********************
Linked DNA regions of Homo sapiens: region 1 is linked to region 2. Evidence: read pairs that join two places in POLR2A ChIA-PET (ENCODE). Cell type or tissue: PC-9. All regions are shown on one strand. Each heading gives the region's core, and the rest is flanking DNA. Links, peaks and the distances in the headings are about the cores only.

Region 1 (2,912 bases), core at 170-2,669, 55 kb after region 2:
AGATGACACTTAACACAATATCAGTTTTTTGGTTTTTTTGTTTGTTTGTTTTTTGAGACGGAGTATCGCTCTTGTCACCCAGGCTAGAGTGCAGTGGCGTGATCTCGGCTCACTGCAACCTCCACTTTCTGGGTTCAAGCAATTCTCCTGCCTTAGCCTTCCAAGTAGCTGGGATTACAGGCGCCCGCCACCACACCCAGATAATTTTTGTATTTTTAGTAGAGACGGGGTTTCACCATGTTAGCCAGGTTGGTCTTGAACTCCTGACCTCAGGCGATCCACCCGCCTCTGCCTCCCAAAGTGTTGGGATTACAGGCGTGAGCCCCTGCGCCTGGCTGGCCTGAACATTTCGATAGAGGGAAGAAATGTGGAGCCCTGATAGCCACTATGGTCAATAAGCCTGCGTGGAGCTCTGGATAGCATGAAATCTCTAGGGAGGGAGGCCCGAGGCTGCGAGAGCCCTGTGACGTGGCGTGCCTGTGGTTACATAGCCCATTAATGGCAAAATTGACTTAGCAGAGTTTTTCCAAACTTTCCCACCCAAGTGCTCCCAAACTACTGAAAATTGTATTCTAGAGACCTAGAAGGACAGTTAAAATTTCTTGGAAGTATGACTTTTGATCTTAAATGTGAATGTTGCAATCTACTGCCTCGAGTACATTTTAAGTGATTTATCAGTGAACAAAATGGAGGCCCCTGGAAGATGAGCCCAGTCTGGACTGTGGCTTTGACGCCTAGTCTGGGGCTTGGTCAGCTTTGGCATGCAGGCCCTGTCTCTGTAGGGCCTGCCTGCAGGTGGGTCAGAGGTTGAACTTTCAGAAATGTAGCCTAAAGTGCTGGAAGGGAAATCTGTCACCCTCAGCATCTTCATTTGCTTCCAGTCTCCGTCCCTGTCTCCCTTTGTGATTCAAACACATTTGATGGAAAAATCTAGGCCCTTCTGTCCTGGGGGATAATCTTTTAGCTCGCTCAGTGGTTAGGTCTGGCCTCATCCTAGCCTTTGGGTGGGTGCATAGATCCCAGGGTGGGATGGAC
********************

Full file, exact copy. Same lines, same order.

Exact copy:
Linked DNA regions of Homo sapiens: region 1 is linked to region 2. Evidence: read pairs that join two places in POLR2A ChIA-PET (ENCODE). Cell type or tissue: PC-9. All regions are shown on one strand. Each heading gives the region's core, and the rest is flanking DNA. Links, peaks and the distances in the headings are about the cores only.

Region 1 (2,912 bases), core at 170-2,669, 55 kb after region 2:
AGATGACACTTAACACAATATCAGTTTTTTGGTTTTTTTGTTTGTTTGTTTTTTGAGACGGAGTATCGCTCTTGTCACCCAGGCTAGAGTGCAGTGGCGTGATCTCGGCTCACTGCAACCTCCACTTTCTGGGTTCAAGCAATTCTCCTGCCTTAGCCTTCCAAGTAGCTGGGATTACAGGCGCCCGCCACCACACCCAGATAATTTTTGTATTTTTAGTAGAGACGGGGTTTCACCATGTTAGCCAGGTTGGTCTTGAACTCCTGACCTCAGGCGATCCACCCGCCTCTGCCTCCCAAAGTGTTGGGATTACAGGCGTGAGCCCCTGCGCCTGGCTGGCCTGAACATTTCGATAGAGGGAAGAAATGTGGAGCCCTGATAGCCACTATGGTCAATAAGCCTGCGTGGAGCTCTGGATAGCATGAAATCTCTAGGGAGGGAGGCCCGAGGCTGCGAGAGCCCTGTGACGTGGCGTGCCTGTGGTTACATAGCCCATTAATGGCAAAATTGACTTAGCAGAGTTTTTCCAAACTTTCCCACCCAAGTGCTCCCAAACTACTGAAAATTGTATTCTAGAGACCTAGAAGGACAGTTAAAATTTCTTGGAAGTATGACTTTTGATCTTAAATGTGAATGTTGCAATCTACTGCCTCGAGTACATTTTAAGTGATTTATCAGTGAACAAAATGGAGGCCCCTGGAAGATGAGCCCAGTCTGGACTGTGGCTTTGACGCCTAGTCTGGGGCTTGGTCAGCTTTGGCATGCAGGCCCTGTCTCTGTAGGGCCTGCCTGCAGGTGGGTCAGAGGTTGAACTTTCAGAAATGTAGCCTAAAGTGCTGGAAGGGAAATCTGTCACCCTCAGCATCTTCATTTGCTTCCAGTCTCCGTCCCTGTCTCCCTTTGTGATTCAAACACATTTGATGGAAAAATCTAGGCCCTTCTGTCCTGGGGGATAATCTTTTAGCTCGCTCAGTGGTTAGGTCTGGCCTCATCCTAGCCTTTGGGTGGGTGCATAGATCCCAGGGTGGGATGGAC